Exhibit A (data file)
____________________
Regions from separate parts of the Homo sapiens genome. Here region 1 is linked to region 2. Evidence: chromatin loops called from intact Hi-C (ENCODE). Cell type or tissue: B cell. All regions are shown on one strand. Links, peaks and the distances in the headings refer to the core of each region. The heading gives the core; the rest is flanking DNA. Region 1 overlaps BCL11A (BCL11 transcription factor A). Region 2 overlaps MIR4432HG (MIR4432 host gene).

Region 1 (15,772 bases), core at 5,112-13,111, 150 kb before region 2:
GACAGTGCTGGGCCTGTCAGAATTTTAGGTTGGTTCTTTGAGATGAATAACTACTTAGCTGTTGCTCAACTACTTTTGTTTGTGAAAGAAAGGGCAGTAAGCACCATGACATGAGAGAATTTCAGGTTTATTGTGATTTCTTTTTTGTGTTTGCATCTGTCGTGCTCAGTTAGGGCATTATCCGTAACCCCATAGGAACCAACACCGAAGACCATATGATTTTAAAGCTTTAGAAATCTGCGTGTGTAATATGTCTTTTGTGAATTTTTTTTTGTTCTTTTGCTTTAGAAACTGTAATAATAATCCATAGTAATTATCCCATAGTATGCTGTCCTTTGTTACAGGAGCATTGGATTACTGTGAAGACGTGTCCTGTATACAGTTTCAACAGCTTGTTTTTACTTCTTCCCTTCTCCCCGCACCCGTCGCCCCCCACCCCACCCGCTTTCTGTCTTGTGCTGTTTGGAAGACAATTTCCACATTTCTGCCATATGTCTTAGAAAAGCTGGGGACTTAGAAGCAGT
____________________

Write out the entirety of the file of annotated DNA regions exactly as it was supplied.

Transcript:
Regions from separate parts of the Homo sapiens genome. Here region 1 is linked to region 2. Evidence: chromatin loops called from intact Hi-C (ENCODE). Cell type or tissue: B cell. All regions are shown on one strand. Links, peaks and the distances in the headings refer to the core of each region. The heading gives the core; the rest is flanking DNA. Region 1 overlaps BCL11A (BCL11 transcription factor A). Region 2 overlaps MIR4432HG (MIR4432 host gene).

Region 1 (15,772 bases), core at 5,112-13,111, 150 kb before region 2:
GACAGTGCTGGGCCTGTCAGAATTTTAGGTTGGTTCTTTGAGATGAATAACTACTTAGCTGTTGCTCAACTACTTTTGTTTGTGAAAGAAAGGGCAGTAAGCACCATGACATGAGAGAATTTCAGGTTTATTGTGATTTCTTTTTTGTGTTTGCATCTGTCGTGCTCAGTTAGGGCATTATCCGTAACCCCATAGGAACCAACACCGAAGACCATATGATTTTAAAGCTTTAGAAATCTGCGTGTGTAATATGTCTTTTGTGAATTTTTTTTTGTTCTTTTGCTTTAGAAACTGTAATAATAATCCATAGTAATTATCCCATAGTATGCTGTCCTTTGTTACAGGAGCATTGGATTACTGTGAAGACGTGTCCTGTATACAGTTTCAACAGCTTGTTTTTACTTCTTCCCTTCTCCCCGCACCCGTCGCCCCCCACCCCACCCGCTTTCTGTCTTGTGCTGTTTGGAAGACAATTTCCACATTTCTGCCATATGTCTTAGAAAAGCTGGGGACTTAGAAGCAGT